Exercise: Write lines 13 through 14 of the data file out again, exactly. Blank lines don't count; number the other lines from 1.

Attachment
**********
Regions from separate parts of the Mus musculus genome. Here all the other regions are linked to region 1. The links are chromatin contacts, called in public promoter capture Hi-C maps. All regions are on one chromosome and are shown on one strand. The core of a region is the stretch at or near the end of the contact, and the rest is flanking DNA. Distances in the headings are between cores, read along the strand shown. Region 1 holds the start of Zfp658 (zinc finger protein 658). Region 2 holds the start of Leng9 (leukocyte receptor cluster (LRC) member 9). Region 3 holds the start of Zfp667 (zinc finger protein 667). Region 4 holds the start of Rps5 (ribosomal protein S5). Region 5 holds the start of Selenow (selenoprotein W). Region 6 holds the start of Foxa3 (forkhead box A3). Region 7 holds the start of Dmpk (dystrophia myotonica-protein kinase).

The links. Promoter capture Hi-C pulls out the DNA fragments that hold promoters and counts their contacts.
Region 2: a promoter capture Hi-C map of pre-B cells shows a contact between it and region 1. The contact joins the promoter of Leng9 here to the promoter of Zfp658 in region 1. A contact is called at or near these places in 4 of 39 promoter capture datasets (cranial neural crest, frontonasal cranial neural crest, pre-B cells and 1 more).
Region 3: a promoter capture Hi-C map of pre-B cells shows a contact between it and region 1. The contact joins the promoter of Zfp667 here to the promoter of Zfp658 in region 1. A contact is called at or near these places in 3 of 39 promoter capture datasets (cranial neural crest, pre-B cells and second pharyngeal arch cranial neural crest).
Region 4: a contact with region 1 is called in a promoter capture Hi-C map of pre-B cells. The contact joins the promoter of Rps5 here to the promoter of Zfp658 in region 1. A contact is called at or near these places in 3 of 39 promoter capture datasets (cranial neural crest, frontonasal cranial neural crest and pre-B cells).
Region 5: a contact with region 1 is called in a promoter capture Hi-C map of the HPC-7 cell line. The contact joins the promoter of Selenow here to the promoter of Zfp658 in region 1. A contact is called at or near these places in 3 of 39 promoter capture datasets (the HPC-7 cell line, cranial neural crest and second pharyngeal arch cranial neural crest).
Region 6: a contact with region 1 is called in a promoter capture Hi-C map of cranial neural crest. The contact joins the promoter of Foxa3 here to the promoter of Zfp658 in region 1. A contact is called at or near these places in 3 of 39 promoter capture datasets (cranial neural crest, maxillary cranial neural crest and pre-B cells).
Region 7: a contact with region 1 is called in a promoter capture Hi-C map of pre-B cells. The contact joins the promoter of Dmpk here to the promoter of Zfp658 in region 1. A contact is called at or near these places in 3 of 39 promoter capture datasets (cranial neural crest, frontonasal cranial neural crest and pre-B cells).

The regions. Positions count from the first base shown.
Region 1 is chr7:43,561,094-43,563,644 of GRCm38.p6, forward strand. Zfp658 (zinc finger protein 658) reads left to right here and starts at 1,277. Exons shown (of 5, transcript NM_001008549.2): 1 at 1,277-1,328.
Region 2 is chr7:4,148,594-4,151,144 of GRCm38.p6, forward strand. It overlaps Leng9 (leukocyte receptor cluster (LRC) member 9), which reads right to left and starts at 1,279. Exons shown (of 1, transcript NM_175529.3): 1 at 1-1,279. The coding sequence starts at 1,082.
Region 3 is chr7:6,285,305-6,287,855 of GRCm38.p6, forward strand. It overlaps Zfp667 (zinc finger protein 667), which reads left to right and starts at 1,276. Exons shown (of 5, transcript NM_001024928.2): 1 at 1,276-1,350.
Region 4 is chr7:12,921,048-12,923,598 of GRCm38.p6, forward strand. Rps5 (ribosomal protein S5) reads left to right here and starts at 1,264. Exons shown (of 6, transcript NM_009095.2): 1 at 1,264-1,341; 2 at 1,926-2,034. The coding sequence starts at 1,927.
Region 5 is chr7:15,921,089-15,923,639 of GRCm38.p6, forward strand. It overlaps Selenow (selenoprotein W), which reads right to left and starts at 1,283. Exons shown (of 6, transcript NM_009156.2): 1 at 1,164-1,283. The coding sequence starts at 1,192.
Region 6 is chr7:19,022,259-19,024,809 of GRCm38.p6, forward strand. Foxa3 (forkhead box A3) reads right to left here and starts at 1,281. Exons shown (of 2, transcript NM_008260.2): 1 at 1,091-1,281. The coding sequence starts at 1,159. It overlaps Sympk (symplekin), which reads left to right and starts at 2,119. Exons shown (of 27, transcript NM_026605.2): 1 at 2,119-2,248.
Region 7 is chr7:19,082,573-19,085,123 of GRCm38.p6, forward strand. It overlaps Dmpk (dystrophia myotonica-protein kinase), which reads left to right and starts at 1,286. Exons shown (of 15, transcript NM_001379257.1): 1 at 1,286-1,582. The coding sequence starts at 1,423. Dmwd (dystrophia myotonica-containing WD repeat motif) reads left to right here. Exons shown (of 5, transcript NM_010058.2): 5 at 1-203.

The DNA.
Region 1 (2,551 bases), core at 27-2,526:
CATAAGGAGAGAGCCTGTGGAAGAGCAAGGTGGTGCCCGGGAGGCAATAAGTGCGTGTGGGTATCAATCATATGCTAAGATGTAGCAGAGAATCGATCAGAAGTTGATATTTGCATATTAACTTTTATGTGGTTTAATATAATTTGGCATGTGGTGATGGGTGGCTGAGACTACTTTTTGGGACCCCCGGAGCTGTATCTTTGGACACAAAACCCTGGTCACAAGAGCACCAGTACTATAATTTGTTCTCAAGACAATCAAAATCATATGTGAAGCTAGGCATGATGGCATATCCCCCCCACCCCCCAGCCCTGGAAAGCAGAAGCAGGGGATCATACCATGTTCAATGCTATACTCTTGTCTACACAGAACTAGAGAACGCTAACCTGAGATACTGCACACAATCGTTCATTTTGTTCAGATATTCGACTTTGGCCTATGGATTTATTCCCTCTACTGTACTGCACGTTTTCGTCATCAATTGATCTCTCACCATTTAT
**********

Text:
Region 4 is chr7:12,921,048-12,923,598 of GRCm38.p6, forward strand. Rps5 (ribosomal protein S5) reads left to right here and starts at 1,264. Exons shown (of 6, transcript NM_009095.2): 1 at 1,264-1,341; 2 at 1,926-2,034. The coding sequence starts at 1,927.
Region 5 is chr7:15,921,089-15,923,639 of GRCm38.p6, forward strand. It overlaps Selenow (selenoprotein W), which reads right to left and starts at 1,283. Exons shown (of 6, transcript NM_009156.2): 1 at 1,164-1,283. The coding sequence starts at 1,192.